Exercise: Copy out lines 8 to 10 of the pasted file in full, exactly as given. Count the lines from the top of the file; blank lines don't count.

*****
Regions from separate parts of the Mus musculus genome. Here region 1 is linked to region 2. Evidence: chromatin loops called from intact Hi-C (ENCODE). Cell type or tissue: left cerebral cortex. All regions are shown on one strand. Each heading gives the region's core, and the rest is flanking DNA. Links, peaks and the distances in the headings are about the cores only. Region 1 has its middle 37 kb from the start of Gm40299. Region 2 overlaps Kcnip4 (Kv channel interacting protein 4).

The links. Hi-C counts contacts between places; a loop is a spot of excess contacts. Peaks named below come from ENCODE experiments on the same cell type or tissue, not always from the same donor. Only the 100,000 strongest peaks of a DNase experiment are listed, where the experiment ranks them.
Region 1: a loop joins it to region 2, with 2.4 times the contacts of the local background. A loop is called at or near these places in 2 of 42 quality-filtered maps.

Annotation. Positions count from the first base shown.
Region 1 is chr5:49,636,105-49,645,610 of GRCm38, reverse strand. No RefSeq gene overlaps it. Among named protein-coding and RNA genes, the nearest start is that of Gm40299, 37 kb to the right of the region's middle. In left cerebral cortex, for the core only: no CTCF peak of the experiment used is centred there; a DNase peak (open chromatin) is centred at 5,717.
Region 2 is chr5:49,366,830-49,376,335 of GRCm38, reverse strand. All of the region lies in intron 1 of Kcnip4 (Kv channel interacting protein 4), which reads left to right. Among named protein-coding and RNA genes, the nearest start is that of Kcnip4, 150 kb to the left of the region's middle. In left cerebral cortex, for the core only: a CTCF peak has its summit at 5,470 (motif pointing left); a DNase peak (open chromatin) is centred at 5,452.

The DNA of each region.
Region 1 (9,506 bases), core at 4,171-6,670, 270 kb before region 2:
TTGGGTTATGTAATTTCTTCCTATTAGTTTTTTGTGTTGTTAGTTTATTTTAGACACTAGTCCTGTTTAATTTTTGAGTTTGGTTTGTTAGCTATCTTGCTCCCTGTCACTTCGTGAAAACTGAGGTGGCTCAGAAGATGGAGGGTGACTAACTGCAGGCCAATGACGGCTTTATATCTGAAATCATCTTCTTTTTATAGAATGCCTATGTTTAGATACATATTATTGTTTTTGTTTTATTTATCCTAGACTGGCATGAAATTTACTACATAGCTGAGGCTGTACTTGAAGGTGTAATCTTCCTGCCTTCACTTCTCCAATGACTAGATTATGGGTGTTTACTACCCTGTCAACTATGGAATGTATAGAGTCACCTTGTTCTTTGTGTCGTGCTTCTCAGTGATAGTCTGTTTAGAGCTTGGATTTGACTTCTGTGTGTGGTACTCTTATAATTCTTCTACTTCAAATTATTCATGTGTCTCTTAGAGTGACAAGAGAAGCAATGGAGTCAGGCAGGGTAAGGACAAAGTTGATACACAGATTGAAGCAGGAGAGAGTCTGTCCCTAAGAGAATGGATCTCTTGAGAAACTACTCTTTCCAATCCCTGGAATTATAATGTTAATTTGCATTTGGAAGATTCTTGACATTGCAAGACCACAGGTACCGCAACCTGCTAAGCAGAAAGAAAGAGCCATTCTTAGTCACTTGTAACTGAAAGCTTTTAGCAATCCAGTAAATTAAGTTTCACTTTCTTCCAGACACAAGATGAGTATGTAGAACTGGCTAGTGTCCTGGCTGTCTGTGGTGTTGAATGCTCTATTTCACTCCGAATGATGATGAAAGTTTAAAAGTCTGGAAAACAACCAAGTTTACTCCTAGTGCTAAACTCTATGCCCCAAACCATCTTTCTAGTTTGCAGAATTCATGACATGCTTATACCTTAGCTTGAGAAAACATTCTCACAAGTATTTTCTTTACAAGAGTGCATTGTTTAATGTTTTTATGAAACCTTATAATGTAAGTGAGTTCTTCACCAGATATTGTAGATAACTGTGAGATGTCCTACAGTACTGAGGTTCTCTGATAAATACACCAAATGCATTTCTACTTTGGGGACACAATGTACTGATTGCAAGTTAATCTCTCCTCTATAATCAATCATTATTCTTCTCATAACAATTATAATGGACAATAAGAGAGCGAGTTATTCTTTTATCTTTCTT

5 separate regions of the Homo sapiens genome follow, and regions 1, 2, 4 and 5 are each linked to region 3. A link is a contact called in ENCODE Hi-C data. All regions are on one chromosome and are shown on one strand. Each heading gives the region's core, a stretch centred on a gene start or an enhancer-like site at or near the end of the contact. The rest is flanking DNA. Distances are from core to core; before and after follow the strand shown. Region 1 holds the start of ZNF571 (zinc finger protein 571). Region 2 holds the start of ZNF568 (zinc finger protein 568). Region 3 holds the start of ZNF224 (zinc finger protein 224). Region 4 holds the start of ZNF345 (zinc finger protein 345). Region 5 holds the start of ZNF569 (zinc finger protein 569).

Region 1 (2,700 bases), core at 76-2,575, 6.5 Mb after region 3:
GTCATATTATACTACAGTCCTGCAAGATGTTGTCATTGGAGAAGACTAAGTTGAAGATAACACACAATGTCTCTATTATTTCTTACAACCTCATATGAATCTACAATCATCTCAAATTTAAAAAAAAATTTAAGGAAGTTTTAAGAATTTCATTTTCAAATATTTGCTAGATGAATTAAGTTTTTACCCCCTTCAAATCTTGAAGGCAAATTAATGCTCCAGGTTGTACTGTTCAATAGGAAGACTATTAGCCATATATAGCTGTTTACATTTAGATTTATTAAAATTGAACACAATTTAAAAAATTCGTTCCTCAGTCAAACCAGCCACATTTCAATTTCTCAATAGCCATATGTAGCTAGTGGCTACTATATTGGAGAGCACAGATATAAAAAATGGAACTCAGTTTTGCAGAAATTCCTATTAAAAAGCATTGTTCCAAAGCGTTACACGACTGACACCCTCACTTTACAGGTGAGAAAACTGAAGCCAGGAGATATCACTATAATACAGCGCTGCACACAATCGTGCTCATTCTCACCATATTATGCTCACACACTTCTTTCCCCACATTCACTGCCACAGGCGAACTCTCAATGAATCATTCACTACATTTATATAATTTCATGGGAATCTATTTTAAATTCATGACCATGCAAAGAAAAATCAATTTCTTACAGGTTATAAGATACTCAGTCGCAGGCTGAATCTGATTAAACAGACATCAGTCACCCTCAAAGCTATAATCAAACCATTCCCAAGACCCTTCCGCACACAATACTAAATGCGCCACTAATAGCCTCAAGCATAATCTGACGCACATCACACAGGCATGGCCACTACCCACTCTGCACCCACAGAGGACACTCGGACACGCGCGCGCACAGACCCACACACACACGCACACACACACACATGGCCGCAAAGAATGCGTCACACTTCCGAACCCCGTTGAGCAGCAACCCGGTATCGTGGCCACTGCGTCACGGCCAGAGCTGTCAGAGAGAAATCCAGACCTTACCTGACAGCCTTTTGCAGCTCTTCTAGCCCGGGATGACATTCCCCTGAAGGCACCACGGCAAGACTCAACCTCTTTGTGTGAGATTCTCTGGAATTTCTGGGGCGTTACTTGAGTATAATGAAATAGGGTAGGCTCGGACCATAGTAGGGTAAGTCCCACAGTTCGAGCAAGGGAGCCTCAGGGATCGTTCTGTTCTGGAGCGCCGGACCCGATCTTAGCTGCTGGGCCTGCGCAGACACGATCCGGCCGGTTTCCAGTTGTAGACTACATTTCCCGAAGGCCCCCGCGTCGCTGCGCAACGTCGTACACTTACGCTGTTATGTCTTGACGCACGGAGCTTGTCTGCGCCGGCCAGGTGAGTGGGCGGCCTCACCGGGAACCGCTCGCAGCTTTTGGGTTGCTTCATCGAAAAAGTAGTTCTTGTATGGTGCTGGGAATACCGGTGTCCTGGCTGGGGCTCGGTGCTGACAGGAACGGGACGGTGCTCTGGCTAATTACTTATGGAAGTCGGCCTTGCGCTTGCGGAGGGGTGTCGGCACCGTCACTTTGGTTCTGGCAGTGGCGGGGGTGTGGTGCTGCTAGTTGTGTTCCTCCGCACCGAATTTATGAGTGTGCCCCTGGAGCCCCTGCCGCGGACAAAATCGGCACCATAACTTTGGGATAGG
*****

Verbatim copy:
Region 1 (9,506 bases), core at 4,171-6,670, 270 kb before region 2:
TTGGGTTATGTAATTTCTTCCTATTAGTTTTTTGTGTTGTTAGTTTATTTTAGACACTAGTCCTGTTTAATTTTTGAGTTTGGTTTGTTAGCTATCTTGCTCCCTGTCACTTCGTGAAAACTGAGGTGGCTCAGAAGATGGAGGGTGACTAACTGCAGGCCAATGACGGCTTTATATCTGAAATCATCTTCTTTTTATAGAATGCCTATGTTTAGATACATATTATTGTTTTTGTTTTATTTATCCTAGACTGGCATGAAATTTACTACATAGCTGAGGCTGTACTTGAAGGTGTAATCTTCCTGCCTTCACTTCTCCAATGACTAGATTATGGGTGTTTACTACCCTGTCAACTATGGAATGTATAGAGTCACCTTGTTCTTTGTGTCGTGCTTCTCAGTGATAGTCTGTTTAGAGCTTGGATTTGACTTCTGTGTGTGGTACTCTTATAATTCTTCTACTTCAAATTATTCATGTGTCTCTTAGAGTGACAAGAGAAGCAATGGAGTCAGGCAGGGTAAGGACAAAGTTGATACACAGATTGAAGCAGGAGAGAGTCTGTCCCTAAGAGAATGGATCTCTTGAGAAACTACTCTTTCCAATCCCTGGAATTATAATGTTAATTTGCATTTGGAAGATTCTTGACATTGCAAGACCACAGGTACCGCAACCTGCTAAGCAGAAAGAAAGAGCCATTCTTAGTCACTTGTAACTGAAAGCTTTTAGCAATCCAGTAAATTAAGTTTCACTTTCTTCCAGACACAAGATGAGTATGTAGAACTGGCTAGTGTCCTGGCTGTCTGTGGTGTTGAATGCTCTATTTCACTCCGAATGATGATGAAAGTTTAAAAGTCTGGAAAACAACCAAGTTTACTCCTAGTGCTAAACTCTATGCCCCAAACCATCTTTCTAGTTTGCAGAATTCATGACATGCTTATACCTTAGCTTGAGAAAACATTCTCACAAGTATTTTCTTTACAAGAGTGCATTGTTTAATGTTTTTATGAAACCTTATAATGTAAGTGAGTTCTTCACCAGATATTGTAGATAACTGTGAGATGTCCTACAGTACTGAGGTTCTCTGATAAATACACCAAATGCATTTCTACTTTGGGGACACAATGTACTGATTGCAAGTTAATCTCTCCTCTATAATCAATCATTATTCTTCTCATAACAATTATAATGGACAATAAGAGAGCGAGTTATTCTTTTATCTTTCTT

5 separate regions of the Homo sapiens genome follow, and regions 1, 2, 4 and 5 are each linked to region 3. A link is a contact called in ENCODE Hi-C data. All regions are on one chromosome and are shown on one strand. Each heading gives the region's core, a stretch centred on a gene start or an enhancer-like site at or near the end of the contact. The rest is flanking DNA. Distances are from core to core; before and after follow the strand shown. Region 1 holds the start of ZNF571 (zinc finger protein 571). Region 2 holds the start of ZNF568 (zinc finger protein 568). Region 3 holds the start of ZNF224 (zinc finger protein 224). Region 4 holds the start of ZNF345 (zinc finger protein 345). Region 5 holds the start of ZNF569 (zinc finger protein 569).